Moderate-intensity physical activity: To be classified as moderate-intensity, physical activity generally requires sustained, rhythmic movements of an intense enough level to elevate heart rate to 50% – 70% of maximum heart rate. A person should feel some exertion but should be able to carry on a conversation comfortably during the activity.
Monounsaturated fat: Fats that are in foods are combinations of monounsaturated, polyunsaturated, and saturated fatty acids. Monounsaturated fat is found in canola oil, olives and olive oil, nuts, seeds, and avocados. Eating food that has more monounsaturated fat instead of saturated fat may help lower cholesterol and reduce heart disease risk. However, it has the same number of calories as other types of fat, and may still contribute to weight gain if eaten in excess.
Muscle Tension: A state where the muscles are in a general state of contraction.
Muscle Spasm: A sudden violent involuntary contraction of a muscle or a group of muscles. A muscle spasm is attended by pain and interference with function, producing involuntary movement and distortion.
Muscles: Soft tissues that provide strength and assist with motor ability, or movement. Spinal muscles support your spine as it bends and flexes.
Myofascial Pain: Referred pain caused by trigger points, or hard nodules in muscle tissue.
Myofascial Release: Releasing the fascia (the sheath around a muscle) by gentle movements.
Narcotic: Pain relieving drug related in action and structure to the opiates. A powerful pain-relieving drug associated with potential to cause significant alteration of mood and dependence following repeated administration.
Nerve: The body’s communication system; nerves carry messages back and forth between the brain and all body parts.
Nerve Block: Pain relief method in which an anesthetic is injected into a nerve.
Nerve roots: Nerve projections from the spinal cord.
Neurologist: A physician who specializes in treating diseases of the nervous system.
Neuropeptide Y: Is the key hunger transmitter in the brain. It signals the hypothalamus to eat. The action of neuropeptide Y is the opposite of that of leptin.
Neurosurgeon: A physician who specializes in surgery on the brain, nerves, and spinal cord.
Neurotransmitter: A chemical produced in the brain that sends messages between nerve cells.
Nucleus pulposus: Soft center of an intervertebral disc, made up of gel-like substance.
Nutrition: The relationship of food to the well-being of the body.
Obesity: Having an excessive amount of body fat. A person is considered obese if he or she has a body mass index (BMI) of 30 kg/m2 or greater.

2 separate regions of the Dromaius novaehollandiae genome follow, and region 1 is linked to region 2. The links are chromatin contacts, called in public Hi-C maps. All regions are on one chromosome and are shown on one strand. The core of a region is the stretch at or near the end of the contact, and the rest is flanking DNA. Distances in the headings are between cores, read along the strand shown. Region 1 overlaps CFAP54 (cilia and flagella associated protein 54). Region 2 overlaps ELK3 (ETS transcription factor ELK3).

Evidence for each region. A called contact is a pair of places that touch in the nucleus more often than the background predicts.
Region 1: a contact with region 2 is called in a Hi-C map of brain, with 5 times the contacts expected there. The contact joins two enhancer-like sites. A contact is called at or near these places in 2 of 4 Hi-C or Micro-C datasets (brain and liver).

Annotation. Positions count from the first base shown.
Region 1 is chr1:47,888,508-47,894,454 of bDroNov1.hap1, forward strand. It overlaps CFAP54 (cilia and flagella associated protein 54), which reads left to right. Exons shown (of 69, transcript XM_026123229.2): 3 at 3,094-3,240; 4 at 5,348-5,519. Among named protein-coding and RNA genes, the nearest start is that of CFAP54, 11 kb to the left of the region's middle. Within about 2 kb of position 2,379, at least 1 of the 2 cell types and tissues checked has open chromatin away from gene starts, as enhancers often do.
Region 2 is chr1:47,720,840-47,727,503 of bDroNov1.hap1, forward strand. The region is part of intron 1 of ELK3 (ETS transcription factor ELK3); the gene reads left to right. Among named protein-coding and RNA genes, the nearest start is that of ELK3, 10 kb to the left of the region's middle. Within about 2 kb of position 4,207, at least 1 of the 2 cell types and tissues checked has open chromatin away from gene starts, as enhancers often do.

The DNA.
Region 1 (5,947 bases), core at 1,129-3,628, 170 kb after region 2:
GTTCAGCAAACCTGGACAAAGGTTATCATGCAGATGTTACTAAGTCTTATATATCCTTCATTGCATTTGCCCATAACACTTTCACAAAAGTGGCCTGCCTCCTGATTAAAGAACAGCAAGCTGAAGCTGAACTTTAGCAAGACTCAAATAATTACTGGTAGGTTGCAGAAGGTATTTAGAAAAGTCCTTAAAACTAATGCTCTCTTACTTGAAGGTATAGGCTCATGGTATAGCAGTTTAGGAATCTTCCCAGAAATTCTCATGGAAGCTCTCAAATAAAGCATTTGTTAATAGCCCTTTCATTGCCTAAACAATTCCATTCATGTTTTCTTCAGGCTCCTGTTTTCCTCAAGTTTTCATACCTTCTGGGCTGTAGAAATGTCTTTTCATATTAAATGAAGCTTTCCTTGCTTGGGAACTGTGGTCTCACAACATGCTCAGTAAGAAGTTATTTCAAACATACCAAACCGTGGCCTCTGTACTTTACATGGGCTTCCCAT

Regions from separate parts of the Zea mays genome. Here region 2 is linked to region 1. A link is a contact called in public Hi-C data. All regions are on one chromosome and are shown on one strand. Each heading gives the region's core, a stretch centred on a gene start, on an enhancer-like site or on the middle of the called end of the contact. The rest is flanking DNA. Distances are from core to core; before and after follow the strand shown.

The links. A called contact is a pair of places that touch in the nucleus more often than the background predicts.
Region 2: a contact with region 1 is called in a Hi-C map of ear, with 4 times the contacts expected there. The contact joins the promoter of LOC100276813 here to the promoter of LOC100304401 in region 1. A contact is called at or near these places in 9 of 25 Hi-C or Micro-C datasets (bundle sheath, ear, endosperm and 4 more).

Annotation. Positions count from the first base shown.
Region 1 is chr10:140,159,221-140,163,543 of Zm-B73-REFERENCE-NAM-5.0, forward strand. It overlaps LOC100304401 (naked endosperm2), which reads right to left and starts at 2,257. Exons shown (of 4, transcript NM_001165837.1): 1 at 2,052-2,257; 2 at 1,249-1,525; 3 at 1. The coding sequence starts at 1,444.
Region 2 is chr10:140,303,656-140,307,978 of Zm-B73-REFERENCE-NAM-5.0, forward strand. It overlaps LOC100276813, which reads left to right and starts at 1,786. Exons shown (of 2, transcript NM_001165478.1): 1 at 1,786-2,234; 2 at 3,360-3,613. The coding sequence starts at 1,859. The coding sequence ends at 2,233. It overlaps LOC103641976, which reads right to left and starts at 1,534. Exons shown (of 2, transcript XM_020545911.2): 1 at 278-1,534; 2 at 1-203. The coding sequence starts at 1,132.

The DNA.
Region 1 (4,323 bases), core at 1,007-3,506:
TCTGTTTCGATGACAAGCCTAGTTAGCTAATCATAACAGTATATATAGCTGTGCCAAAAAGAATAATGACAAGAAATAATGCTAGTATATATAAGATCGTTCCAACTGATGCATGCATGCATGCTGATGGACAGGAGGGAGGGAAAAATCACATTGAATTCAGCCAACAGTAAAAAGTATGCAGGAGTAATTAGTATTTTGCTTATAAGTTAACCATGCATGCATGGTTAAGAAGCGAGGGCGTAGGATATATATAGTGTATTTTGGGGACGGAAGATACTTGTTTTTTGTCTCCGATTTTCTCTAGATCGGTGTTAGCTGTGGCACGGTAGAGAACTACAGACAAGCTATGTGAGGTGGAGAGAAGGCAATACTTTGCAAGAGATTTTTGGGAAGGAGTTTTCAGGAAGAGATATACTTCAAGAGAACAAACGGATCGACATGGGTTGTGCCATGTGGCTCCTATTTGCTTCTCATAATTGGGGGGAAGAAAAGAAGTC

Oleylethanolamine (OEA): A fatty acid found in some foods that sends a strong signal to the brain to stop eating. A powerful satiety factor and appetite suppressant.
Opiate: Pain-killing drug chemically related to opium; also called a narcotic (see Narcotics).
Orthopedic Surgeon: A doctor who specializes in diseases of the musculoskeletal system.
Osteoarthritis: Also called "degenerative arthritis" mostly affecting middle-aged and elderly men and women. In some, osteoarthritis may affect the spine’s facet joints, making it extremely painful to bend or twist. Osteoarthritis causes the cartilage to break down and away from the joints. Stripped of their protective material, the joints begin rubbing against each other, causing pain and impeding movement. This action further irritates the surrounding nerves. Advanced forms of spinal osteoarthritis lead to disc collapse and other problems.
Osteopathic Medicine: Particular attention is paid to muscles, joints, bones, and nerves through defined osteopathic manipulations.
Osteoporosis: A disease characterized by the loss of bone density, resulting in brittleness; most commonly affecting the spinal vertebrae, wrists and hips.
Osteophytes: Additional bone material, or overgrowths, that have been attributed to a wide variety of ailments. Also called bone spurs, osteophytes are manufactured by your body in response to a breakdown in existing bony structures. Sometimes, bone spurs can exert pressure on nerves, and this leads to pain.
Overload principle: Strength training term that refers to the phenomenon that muscles only grow in strength if they are pushed to near maximum effort – overloaded.
Overuse injuries: Injuries that occur during the course of everyday activities, such as housework or exercise. Symptoms may include pain, muscle spasms, and stiffness.
Overweight: Carrying too much body fat. (see Obesity)
Pancreas: A gland that makes enzymes that help the body break down and use nutrients in food. It also produces the hormones insulin and glucagon, releasing these into the bloodstream to help the body control blood sugar levels.
Pedometer: A small device that counts each step taken, total distance walked, or other related measures. It is usually worn on the waistband or in a pocket.
Piriformis syndrome: A condition caused by the sciatic nerve getting pinched as it exits the spinal column. (Sometimes, it can mimic the symptoms of sciatica.) The pinching is sometimes caused by muscles spasms. Piriformis syndrome sometimes causes pain along the back of the thigh to the knee, or loss of feeling in the soles of the feet.